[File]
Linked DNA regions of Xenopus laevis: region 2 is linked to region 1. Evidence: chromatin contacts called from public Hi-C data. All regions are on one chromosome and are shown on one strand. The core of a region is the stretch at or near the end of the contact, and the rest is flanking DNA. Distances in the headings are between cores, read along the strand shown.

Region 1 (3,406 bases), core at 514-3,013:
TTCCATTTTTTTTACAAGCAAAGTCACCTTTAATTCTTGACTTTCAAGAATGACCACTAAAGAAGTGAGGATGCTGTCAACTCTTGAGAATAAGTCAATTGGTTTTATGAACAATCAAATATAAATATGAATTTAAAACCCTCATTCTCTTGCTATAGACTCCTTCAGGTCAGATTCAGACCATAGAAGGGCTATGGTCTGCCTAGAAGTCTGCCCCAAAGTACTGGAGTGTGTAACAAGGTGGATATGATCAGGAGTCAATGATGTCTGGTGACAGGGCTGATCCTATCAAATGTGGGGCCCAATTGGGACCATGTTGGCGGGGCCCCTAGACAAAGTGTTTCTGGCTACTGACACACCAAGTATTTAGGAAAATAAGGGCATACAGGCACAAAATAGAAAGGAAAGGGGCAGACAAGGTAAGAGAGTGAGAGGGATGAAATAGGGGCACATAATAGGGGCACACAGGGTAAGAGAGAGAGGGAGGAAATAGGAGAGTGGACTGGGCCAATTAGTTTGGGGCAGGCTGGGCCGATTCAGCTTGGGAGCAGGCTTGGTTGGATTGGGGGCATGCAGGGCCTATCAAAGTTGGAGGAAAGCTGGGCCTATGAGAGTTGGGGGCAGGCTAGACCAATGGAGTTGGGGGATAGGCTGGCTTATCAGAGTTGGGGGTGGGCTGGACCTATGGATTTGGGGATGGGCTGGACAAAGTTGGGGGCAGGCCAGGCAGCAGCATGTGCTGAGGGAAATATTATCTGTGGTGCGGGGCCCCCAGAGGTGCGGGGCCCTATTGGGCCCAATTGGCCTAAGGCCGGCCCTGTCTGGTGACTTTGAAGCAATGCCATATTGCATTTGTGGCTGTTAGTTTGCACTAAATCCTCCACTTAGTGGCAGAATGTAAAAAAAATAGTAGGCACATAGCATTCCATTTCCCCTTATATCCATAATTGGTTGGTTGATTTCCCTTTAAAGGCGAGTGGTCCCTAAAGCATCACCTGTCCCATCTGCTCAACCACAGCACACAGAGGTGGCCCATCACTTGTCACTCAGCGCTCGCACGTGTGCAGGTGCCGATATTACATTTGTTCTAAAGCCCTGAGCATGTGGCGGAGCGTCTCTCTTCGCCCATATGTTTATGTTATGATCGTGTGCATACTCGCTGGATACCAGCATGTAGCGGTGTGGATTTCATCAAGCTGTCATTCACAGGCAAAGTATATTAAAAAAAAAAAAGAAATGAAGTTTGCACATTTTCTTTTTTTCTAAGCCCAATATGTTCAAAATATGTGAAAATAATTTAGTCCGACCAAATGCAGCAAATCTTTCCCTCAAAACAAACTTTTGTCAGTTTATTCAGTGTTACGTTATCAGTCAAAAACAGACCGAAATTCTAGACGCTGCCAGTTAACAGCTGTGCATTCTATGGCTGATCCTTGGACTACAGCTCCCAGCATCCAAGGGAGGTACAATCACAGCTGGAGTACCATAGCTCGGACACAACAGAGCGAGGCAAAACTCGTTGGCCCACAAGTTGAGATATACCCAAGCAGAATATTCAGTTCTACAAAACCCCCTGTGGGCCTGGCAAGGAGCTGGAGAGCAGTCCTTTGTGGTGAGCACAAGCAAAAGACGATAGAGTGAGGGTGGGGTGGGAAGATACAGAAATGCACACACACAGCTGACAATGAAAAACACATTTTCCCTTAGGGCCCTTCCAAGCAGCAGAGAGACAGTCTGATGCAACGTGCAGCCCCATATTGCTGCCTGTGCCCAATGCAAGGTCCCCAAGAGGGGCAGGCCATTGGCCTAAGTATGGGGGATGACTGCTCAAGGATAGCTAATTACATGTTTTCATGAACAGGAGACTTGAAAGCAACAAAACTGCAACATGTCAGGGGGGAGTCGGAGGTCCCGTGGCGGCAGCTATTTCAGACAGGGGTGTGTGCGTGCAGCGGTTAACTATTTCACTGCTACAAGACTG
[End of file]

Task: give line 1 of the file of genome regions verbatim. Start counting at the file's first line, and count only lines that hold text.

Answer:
Linked DNA regions of Xenopus laevis: region 2 is linked to region 1. Evidence: chromatin contacts called from public Hi-C data. All regions are on one chromosome and are shown on one strand. The core of a region is the stretch at or near the end of the contact, and the rest is flanking DNA. Distances in the headings are between cores, read along the strand shown.